Pinterest goes public with its gender discrimination settlement
The amount former COO Francoise Brougher will be paid by Pinterest.
Pinterest has officially settled a gender discrimination suit with its former chief operating officer, Francoise Brougher, according to the New York Times. The settlement will give Brougher $22.5 million after she sued the company in August for alleged mistreatment on the basis of sex. Although Pinterest has not admitted to liability, Brougher had claimed that she was left out of key meetings despite being one of the highest ranking employees, given "gendered" input, and said that there was little salary transparency compared to her male coworkers. After bringing awareness about the issues, she said she was fired.
Of the $22.5 million, Brougher and Pinterest have told the New York Times that they will donate a joint $2.5 million toward organizations that help marginalized groups, including women and minorities, in advancing in education with an emphasis on tech. The funds will be official by the end of 2020, according to the report.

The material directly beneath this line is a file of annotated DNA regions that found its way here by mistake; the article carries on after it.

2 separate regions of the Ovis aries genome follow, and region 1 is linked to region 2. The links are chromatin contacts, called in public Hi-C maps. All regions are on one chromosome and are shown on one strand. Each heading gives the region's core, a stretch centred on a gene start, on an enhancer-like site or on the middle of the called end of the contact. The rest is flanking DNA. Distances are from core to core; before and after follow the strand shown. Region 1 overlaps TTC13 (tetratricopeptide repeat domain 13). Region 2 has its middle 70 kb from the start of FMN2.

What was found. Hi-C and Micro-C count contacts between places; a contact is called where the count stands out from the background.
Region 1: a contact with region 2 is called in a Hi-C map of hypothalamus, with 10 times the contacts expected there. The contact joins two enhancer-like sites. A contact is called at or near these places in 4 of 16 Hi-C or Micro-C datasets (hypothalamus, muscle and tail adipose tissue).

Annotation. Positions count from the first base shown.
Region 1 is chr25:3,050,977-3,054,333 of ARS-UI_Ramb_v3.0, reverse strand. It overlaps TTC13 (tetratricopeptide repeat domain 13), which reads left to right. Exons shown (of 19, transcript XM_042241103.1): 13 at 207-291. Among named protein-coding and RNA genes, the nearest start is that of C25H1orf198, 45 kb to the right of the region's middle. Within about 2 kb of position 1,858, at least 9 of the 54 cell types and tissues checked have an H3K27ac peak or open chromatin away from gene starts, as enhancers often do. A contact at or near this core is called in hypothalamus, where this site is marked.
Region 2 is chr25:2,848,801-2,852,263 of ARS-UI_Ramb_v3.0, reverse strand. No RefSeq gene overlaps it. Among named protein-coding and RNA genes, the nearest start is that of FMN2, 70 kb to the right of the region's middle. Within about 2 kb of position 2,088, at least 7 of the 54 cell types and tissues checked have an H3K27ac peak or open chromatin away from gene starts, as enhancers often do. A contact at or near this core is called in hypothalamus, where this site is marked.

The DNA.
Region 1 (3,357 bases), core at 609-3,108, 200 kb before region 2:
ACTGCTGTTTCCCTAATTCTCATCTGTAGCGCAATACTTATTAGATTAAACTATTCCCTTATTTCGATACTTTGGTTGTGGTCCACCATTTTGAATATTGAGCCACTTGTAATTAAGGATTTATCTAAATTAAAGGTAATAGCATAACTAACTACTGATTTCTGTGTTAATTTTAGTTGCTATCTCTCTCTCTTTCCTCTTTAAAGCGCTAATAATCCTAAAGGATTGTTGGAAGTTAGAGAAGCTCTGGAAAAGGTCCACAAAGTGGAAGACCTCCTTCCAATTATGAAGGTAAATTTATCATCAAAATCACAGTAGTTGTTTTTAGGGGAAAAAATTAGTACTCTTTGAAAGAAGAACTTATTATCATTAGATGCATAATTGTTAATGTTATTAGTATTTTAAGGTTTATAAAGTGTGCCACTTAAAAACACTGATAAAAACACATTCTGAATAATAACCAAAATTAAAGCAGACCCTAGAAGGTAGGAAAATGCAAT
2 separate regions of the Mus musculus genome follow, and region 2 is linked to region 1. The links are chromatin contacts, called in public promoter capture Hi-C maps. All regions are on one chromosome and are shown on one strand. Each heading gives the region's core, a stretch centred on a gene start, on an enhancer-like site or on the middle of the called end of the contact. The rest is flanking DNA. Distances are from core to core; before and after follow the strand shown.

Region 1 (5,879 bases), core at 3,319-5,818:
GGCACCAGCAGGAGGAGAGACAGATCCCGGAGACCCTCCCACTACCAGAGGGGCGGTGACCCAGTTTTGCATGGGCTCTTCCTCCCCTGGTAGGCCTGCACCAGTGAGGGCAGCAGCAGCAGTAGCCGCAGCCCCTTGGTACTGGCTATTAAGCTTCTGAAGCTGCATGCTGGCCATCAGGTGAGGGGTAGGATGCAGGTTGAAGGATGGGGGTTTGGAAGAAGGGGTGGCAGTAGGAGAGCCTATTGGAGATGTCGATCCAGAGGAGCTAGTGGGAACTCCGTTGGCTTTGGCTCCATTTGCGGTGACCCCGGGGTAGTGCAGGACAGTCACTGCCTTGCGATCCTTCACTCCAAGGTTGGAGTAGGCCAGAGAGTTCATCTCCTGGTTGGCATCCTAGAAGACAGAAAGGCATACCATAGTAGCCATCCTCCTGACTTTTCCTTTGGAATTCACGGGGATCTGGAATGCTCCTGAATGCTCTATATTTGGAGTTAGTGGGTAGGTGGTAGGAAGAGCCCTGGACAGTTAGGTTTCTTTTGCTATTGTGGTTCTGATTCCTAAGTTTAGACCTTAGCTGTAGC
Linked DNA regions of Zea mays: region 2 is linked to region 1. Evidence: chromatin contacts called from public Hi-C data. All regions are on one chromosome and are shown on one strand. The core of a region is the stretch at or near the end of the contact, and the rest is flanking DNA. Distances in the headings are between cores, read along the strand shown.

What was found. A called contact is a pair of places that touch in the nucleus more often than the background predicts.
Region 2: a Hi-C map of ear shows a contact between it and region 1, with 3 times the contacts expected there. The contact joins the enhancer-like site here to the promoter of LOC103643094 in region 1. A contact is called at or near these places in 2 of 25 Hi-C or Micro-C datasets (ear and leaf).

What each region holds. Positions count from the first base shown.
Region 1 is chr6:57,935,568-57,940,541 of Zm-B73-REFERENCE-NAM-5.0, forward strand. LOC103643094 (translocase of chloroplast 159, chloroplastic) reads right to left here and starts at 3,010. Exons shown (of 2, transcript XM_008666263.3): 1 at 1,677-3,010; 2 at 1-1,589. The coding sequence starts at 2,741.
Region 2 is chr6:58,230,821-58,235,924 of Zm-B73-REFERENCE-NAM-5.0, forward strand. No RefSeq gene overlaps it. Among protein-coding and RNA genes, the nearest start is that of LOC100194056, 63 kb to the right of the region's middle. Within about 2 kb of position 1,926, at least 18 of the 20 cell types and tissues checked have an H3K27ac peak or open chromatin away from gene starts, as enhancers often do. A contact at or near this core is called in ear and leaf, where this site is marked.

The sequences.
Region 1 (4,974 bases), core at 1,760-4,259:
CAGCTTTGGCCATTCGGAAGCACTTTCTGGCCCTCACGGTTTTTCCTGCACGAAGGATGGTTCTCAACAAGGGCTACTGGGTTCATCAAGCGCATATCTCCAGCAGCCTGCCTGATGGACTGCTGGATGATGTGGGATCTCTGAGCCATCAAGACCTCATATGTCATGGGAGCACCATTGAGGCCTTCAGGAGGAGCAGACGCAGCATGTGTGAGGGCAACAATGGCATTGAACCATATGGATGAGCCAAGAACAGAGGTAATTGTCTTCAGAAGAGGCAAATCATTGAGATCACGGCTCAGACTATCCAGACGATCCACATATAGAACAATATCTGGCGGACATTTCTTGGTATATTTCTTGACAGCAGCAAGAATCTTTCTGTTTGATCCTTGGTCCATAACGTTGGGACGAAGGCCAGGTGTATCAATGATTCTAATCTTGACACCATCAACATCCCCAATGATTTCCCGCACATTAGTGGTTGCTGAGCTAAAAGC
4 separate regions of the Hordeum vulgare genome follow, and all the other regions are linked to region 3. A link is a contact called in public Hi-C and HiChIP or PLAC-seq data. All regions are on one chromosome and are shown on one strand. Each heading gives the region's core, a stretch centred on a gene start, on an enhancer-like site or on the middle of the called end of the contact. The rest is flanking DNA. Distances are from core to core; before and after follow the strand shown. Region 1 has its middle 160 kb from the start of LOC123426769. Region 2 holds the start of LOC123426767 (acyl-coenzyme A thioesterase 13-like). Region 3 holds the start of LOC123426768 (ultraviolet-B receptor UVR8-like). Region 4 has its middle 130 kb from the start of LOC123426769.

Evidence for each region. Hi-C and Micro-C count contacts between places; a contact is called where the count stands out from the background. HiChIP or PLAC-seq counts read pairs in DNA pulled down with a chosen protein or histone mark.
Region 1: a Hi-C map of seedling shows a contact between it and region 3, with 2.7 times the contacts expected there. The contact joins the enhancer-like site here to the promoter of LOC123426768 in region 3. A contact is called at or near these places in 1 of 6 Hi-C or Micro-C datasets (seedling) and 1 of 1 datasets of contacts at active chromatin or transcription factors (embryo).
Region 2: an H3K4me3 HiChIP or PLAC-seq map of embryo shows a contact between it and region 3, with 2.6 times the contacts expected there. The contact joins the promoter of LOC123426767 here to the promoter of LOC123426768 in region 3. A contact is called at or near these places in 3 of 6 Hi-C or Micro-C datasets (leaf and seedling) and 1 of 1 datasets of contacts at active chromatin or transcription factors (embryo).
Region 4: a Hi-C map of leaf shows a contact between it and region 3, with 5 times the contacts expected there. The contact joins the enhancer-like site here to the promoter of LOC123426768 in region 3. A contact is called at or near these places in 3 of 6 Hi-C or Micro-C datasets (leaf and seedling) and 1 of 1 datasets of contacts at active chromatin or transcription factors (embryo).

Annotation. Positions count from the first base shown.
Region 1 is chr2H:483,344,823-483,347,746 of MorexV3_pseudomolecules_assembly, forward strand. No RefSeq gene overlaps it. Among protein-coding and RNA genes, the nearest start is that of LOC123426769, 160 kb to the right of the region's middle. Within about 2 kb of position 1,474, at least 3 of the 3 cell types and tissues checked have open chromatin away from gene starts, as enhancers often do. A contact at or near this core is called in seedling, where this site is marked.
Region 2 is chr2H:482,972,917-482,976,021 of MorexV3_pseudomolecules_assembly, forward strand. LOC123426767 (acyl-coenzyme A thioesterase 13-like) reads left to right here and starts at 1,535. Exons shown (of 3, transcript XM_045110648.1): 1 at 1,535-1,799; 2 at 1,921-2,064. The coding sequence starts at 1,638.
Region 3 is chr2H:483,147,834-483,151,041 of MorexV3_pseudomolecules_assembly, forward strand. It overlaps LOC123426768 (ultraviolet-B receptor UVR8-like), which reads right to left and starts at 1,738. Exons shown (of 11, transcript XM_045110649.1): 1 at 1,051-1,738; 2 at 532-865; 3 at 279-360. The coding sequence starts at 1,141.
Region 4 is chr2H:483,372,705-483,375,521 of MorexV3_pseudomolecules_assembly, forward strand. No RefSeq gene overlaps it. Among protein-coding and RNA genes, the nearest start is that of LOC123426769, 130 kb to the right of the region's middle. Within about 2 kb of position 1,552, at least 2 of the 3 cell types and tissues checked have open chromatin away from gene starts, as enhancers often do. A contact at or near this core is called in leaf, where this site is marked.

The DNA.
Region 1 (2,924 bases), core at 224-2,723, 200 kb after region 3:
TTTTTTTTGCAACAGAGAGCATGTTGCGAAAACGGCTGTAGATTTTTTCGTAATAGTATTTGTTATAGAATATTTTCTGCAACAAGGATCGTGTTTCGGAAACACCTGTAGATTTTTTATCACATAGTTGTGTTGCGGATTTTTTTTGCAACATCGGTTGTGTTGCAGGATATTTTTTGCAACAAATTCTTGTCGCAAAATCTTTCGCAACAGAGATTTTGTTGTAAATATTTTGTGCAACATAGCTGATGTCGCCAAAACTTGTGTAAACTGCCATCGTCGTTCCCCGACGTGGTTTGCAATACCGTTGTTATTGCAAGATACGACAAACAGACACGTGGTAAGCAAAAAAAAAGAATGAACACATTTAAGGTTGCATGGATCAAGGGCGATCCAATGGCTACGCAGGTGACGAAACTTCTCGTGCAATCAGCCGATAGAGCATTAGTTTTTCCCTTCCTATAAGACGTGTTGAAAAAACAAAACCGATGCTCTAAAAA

Background — Days after she sued Pinterest in August, Brougher wrote a public post on Medium about her former workplace, titled The Pinterest Paradox: Cupcakes and Toxicity. In the more recent months, Pinterest has attempted to place an emphasis on giving its employees paid time off to perform their civic duties during the election season. It has also garnered a positive reputation for tackling misinformation in the realm of politics and public health.
But when it came to internal workplace culture, Brougher wrote that Pinterest — like other tech companies — had demonstrated a "a pattern of discrimination and exclusion that many female executives experience," including herself. Upon the settlement, Pinterest has told the New York Times, "Pinterest has acted swiftly to make changes needed to ensure that all employees feel supported and included."
What makes this settlement unique — When it comes to handling lawsuits, the tech sector in the United States conventionally opts for one of the following approaches: wrap it up in private, possibly with an undisclosed amount given to the accusing parties, or simply dispute the claims made by the accusing party in order to maintain its standing in the public and shareholders' eyes.
In Pinterest's case, a deviation from the norm, the company is settling the matter in public and says it wants to do better in the eyes of everyone. Maybe it will push other startups to do the same: be open, be clear. For Brougher, it's a step in the right direction. "My goal was about accountability and driving change," Brougher told the New York Times. "Sharing the settlement publicly helps raise awareness more broadly."